I was a bit nervous on and off leading up to Muskoka 70.3 but it wasn’t until the announcer said “60 seconds to go” that my heart jumped into my throat and my stomach flipped. Everyone was chatting, even laughing, as I stared out to the first turn buoy, hardly visible in the morning fog. I just wanted to stay in the bunch as long as possible and not swim off course. Modest goals but necessary ones.
The airhorn sounded and like it was the end of the world, we all sprinted into the middle of the lake. I had the best swim start ever. Hands down. It was the first time I didn’t question my life path and have the urge to quit within the first 300m. Small victory. The bunch stretched out immediately but I hung with the main (I think) pack until the first turn buoy. By the second turn, however, I was in clear waters. It didn’t throw me and, as some of the slower swimmers from the previous wave started to appear, I worked as hard as I could to jump from one to the next.
Narrowly missing the last turn buoy, suddenly I found myself around people again. I latched on to some guy’s feet and stuck with him nearly to the end. Just when I though my arms were going to fall off, I hit the wooden stairs and was running up the seriously steep road to transition. I ran past my dad, who accompanied me to the race, and he yelled out my time. I checked my watch. I had no time to speak to him but I was so elated with my not-so-sucky-for-me time so I stuck my arms up in the air celebration style to let him know I was happy. Small victory deux.
After wrangling with the right ankle of my wetsuit, I got on my bike and on to the rolling course. The first part was winding with short steep hills but I powered through them. I started to catch some girls here and there. Things were going well. Not great. Not bad. I couldn’t complain but looking back, as we turned onto the highway and the road smoothed out a little, it was the start of my problems.
With 30km to go of the slightly longer than normal 94km course, we turned off the highway and onto the most frost-cracked road in the universe. We can put a man on the moon but frost cracks best our engineers? The thin “chamois” in my tri-suit wasn’t cutting it and, along with nag of fatigue, I lost my momentum and mental focus for the next 20km. I also realized I hadn’t been eating and drinking enough. I had been going to hunger and thirst but I needed to be fuelling future Sarah and she was starting to get concerned.
The last 10km was a repeat of the first 10km on a small winding and rolling road. I got some mojo back, took in as much water as I could, but my time goal was long gone. I flew into transition annoyed with myself but then I saw something I knew was a very rare sight: an empty bike rack. What?!
I ran out of transition and my dad confirmed it, I was leading my age group. Small victory number three. I settled into a good rhythm. Slower than I had planned but, with my nutrition concerns, the heat and level of fatigue, it was what I thought I could manage. I took as many cups of water as I could at each aid station. I sipped as much as I could and poured cup after cup over my head.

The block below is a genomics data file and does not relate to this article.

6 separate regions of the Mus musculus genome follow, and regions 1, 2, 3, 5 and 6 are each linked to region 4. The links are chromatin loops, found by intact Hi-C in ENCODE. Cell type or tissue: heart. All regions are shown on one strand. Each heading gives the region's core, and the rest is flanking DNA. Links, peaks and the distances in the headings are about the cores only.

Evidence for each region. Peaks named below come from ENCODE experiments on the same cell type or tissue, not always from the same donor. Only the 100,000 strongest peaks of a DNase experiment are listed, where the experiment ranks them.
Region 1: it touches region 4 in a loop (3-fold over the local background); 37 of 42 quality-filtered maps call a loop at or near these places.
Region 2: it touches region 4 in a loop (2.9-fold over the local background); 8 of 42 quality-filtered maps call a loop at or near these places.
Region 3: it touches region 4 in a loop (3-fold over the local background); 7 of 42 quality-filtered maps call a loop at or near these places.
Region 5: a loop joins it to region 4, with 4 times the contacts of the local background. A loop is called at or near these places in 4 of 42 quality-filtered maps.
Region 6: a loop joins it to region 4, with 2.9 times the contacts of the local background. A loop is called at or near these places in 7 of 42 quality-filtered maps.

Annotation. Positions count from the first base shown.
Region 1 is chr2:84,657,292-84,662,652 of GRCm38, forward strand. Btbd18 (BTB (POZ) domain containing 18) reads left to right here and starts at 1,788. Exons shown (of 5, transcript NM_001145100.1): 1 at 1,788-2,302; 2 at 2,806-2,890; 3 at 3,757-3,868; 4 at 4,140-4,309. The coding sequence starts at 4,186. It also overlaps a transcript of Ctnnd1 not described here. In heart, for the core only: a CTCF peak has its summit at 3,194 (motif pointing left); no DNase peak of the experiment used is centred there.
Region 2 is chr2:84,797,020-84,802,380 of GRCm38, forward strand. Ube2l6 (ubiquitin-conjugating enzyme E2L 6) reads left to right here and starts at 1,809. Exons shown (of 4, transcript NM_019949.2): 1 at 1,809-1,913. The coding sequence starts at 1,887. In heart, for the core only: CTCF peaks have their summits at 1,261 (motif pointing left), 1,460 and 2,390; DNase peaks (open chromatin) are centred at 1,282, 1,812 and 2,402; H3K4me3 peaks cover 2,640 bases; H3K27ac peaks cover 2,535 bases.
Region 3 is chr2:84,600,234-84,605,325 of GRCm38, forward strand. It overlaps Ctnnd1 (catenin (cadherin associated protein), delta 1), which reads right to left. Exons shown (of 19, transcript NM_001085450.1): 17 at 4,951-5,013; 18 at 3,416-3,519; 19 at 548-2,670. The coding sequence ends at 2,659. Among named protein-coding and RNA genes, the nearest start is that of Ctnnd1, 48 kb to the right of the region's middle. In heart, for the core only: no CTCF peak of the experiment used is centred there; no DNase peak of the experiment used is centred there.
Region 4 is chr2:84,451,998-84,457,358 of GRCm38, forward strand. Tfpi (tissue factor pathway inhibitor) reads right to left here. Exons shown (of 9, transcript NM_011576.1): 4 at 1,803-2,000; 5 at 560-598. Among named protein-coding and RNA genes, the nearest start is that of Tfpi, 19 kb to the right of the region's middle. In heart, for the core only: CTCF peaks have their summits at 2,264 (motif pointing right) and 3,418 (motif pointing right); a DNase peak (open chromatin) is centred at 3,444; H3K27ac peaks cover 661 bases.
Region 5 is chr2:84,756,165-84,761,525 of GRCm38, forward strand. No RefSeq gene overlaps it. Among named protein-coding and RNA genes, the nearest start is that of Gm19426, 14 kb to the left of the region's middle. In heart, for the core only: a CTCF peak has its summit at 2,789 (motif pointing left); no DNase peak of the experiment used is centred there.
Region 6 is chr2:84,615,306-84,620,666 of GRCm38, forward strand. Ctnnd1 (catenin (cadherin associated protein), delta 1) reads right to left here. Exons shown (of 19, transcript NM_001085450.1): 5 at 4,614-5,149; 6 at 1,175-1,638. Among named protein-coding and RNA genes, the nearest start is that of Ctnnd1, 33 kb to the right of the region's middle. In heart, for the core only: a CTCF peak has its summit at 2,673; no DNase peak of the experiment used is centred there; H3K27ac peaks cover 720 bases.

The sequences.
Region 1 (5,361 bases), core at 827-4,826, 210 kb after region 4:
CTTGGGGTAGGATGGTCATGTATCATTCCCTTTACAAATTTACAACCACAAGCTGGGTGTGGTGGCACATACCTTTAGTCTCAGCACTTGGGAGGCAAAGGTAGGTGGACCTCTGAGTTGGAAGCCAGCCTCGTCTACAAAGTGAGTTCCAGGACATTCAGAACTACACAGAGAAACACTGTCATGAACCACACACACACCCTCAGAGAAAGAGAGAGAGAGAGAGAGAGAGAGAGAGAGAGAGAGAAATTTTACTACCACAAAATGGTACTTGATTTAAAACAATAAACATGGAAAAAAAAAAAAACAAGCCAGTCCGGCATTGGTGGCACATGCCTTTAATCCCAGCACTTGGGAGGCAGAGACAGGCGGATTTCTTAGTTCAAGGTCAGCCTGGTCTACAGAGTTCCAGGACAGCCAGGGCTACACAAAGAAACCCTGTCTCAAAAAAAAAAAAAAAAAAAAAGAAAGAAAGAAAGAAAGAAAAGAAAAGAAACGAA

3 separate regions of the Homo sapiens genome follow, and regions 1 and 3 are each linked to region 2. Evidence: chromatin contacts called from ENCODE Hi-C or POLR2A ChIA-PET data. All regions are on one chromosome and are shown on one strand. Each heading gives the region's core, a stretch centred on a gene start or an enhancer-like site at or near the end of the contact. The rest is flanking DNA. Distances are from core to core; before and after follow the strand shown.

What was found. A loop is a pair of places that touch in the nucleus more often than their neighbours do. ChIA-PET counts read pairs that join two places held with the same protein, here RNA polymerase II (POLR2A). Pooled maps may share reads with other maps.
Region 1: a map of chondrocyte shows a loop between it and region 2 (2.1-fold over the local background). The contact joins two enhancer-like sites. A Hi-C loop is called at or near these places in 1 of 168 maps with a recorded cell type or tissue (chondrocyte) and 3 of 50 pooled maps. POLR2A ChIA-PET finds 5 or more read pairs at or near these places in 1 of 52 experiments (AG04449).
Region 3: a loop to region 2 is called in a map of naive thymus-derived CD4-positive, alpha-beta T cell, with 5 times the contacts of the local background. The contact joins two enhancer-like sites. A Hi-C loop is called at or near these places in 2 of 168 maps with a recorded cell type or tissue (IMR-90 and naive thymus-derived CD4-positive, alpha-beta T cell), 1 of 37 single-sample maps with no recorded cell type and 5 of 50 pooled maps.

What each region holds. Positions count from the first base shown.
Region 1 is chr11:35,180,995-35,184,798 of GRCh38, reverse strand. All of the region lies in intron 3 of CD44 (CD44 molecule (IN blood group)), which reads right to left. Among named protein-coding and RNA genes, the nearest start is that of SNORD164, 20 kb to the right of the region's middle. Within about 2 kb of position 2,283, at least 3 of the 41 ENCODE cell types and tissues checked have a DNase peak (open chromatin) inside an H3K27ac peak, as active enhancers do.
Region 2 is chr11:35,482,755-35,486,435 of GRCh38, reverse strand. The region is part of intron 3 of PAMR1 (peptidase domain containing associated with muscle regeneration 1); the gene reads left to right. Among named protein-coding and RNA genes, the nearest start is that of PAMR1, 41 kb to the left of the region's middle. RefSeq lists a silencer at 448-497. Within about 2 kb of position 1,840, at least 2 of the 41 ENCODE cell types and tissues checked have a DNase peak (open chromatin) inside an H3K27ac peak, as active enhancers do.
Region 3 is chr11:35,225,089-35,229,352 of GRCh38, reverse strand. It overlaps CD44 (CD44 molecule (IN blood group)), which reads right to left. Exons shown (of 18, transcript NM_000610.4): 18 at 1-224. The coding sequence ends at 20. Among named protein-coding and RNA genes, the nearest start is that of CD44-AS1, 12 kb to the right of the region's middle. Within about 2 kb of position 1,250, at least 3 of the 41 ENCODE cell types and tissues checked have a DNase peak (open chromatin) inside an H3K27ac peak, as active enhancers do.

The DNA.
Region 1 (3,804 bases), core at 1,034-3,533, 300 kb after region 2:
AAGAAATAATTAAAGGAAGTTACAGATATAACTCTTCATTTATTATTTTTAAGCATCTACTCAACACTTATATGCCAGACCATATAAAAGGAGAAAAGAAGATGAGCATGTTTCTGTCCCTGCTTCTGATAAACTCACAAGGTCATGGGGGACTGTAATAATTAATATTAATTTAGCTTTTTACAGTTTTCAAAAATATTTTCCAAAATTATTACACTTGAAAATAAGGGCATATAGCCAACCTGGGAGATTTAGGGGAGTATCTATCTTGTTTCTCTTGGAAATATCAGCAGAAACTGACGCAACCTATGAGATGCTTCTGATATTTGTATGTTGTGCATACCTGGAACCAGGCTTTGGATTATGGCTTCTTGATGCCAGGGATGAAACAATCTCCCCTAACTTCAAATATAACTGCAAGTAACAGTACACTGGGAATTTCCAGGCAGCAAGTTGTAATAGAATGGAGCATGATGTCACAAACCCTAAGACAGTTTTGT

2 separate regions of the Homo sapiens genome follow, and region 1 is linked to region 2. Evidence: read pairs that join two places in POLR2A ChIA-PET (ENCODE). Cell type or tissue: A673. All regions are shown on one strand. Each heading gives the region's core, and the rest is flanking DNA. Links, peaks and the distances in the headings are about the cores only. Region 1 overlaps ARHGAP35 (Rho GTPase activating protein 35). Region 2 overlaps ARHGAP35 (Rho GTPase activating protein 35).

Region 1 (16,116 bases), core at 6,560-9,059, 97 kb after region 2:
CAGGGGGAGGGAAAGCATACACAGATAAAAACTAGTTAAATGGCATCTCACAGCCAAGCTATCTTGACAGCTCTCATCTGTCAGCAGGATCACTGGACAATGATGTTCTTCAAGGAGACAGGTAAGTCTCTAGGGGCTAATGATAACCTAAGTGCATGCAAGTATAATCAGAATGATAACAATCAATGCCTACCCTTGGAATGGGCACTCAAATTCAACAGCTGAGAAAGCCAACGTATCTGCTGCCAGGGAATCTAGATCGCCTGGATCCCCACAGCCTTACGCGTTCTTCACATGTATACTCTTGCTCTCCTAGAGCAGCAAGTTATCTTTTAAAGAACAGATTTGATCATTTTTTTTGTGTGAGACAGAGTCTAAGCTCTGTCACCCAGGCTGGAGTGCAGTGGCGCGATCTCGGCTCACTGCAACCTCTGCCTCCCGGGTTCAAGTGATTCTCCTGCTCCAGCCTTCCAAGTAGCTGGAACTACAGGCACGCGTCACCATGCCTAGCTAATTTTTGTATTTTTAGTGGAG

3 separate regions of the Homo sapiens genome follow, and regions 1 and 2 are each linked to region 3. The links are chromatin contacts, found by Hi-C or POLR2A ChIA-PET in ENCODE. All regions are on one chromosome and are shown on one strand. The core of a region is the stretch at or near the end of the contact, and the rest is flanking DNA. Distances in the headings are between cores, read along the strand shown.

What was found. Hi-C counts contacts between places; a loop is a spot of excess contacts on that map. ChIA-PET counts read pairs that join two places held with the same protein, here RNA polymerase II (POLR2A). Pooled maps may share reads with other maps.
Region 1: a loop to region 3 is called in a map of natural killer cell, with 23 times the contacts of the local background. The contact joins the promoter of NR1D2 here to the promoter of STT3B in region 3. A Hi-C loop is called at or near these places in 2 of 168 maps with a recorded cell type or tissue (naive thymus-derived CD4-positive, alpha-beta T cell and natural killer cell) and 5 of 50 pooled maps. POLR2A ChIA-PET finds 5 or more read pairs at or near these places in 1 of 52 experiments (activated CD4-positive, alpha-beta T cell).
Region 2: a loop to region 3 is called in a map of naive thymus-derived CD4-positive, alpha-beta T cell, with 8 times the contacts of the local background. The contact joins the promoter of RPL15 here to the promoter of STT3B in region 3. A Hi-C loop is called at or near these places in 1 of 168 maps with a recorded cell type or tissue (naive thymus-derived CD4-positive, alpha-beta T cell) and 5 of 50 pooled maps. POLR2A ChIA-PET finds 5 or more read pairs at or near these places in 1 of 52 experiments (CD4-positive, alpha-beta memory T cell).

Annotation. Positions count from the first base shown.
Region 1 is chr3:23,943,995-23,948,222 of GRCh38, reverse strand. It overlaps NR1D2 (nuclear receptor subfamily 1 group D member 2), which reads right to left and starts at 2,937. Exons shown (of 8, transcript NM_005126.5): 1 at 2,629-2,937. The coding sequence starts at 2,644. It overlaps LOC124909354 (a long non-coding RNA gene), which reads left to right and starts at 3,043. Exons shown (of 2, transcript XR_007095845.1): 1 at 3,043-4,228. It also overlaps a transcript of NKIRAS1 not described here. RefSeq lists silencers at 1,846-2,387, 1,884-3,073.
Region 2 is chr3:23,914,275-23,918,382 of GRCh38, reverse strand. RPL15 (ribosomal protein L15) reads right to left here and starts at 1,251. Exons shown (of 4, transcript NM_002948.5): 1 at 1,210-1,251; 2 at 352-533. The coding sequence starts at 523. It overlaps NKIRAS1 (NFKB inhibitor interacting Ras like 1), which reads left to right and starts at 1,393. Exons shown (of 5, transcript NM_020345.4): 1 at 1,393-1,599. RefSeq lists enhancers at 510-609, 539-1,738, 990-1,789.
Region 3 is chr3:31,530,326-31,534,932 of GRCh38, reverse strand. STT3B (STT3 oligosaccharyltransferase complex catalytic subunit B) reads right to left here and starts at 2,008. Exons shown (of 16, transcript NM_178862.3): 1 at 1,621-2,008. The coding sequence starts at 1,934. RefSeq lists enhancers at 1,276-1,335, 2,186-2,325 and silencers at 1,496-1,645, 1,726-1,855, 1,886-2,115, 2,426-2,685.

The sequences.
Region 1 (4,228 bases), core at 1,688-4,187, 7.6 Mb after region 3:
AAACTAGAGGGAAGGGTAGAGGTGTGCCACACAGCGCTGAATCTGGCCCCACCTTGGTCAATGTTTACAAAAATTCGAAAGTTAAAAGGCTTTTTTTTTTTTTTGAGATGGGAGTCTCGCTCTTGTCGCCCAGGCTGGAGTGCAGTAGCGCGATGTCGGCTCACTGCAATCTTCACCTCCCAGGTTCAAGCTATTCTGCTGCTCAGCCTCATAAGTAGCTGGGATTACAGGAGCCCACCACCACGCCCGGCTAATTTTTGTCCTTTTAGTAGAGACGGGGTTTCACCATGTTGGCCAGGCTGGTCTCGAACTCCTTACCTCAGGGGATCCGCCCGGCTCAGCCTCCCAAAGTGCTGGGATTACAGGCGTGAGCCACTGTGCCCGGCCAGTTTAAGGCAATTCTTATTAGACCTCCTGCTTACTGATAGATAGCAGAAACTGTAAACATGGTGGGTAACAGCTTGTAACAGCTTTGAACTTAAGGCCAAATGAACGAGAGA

As I got into the town of Huntsville, the run course swerved from one side of the road to the other, up and down small residential streets, down the main drag, and all of it was hilly. I was holding a good pace for the first 7km but at 9km dehydration and fatigue caught up with me. I pushed to the half way mark but I was starting to die. As I turned out of town and onto the wide open, hellishly hot, seemingly desolate highway, I was creeping. I sucked down a gel but my body was crying out to be cool. About ten steps after an aid station I was already whining for the next.
The highway section lasted an eternity. When a woman came charging past me with 4km to go, I didn’t even blink an eye. I had stopped looking at my watch. I was in survival mode. At one point, the only thing that kept me going was the fact that the car was parked at the finish line and I needed it to get home. I just wanted to finish.
I practically crawled up the last two steep hills, cursing the mean organizers for the last two soul crushing inclines. When I finally crested the last hill (small victory number four), there was about 200m to go but that didn’t stop me from grabbing water at the final aid station before the finishing chute. I doused myself one last time, picked up the pace (well, at least the effort) and charged to the finish line.
I was totally toast. I just wanted ice water. Lots of it. All over me. From now until forever. I looked toast too because I had a grabber. A volunteer grabbed my arm and took me through the finish area as if I was just learning to walk. I downed a bottle of water and in a dizzy haze thanked her and told her I could walk on my own. I walked 10 meters and got nicely horizontal on the grass in the shade. My dad found me and brought me a snow cone. Hero.
After I came back from the dead, I recounted the race for my dad, connecting the transition dots. It wasn’t the race I had planned, I told him, but races never are and mixed in with my mistakes there were a few small victories I could be proud of. He didn’t seem to care about my critique. He told me again I had won my age group, adding that it was also 7th overall in women’s field. I settled back down on the grass, putting power splits and “should haves” out of my mind. He was right. Big victory.